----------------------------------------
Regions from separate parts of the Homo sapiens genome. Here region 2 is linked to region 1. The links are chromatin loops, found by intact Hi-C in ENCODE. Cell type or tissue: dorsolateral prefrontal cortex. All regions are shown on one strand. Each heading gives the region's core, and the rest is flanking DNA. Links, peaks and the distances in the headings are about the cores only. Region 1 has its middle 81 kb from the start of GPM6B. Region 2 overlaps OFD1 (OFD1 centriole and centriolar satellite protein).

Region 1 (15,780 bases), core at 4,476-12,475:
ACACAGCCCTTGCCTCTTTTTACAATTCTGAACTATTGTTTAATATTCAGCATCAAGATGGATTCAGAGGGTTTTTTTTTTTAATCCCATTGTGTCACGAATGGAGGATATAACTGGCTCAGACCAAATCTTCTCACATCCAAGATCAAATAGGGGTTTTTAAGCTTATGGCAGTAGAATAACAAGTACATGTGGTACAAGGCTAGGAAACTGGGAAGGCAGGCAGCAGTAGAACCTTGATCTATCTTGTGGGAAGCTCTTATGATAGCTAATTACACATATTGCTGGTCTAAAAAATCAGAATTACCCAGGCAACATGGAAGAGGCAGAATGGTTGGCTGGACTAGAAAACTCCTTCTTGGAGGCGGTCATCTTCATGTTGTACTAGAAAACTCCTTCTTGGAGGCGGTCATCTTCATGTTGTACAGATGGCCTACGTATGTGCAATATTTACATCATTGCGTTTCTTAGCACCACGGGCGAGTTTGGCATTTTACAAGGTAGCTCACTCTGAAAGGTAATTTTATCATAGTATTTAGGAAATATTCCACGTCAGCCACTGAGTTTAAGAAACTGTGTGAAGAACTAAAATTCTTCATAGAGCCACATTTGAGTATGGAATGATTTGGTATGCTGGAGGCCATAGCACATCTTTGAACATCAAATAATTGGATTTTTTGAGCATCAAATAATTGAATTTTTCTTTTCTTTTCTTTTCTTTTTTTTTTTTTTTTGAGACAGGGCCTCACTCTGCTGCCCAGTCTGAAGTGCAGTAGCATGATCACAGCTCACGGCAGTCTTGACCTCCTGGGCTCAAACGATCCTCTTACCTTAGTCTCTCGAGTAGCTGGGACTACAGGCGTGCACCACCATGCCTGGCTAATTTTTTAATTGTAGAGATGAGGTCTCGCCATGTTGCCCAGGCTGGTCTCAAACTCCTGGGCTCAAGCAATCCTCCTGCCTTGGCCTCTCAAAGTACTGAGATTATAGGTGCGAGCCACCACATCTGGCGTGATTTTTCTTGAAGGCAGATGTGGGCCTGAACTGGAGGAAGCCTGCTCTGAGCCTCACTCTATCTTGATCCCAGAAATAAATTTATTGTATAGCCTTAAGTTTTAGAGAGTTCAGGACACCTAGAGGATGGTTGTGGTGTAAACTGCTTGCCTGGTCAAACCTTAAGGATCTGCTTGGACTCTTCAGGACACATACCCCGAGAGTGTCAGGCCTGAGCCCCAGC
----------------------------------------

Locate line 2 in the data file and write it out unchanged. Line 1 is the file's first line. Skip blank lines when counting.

Region 1 (15,780 bases), core at 4,476-12,475: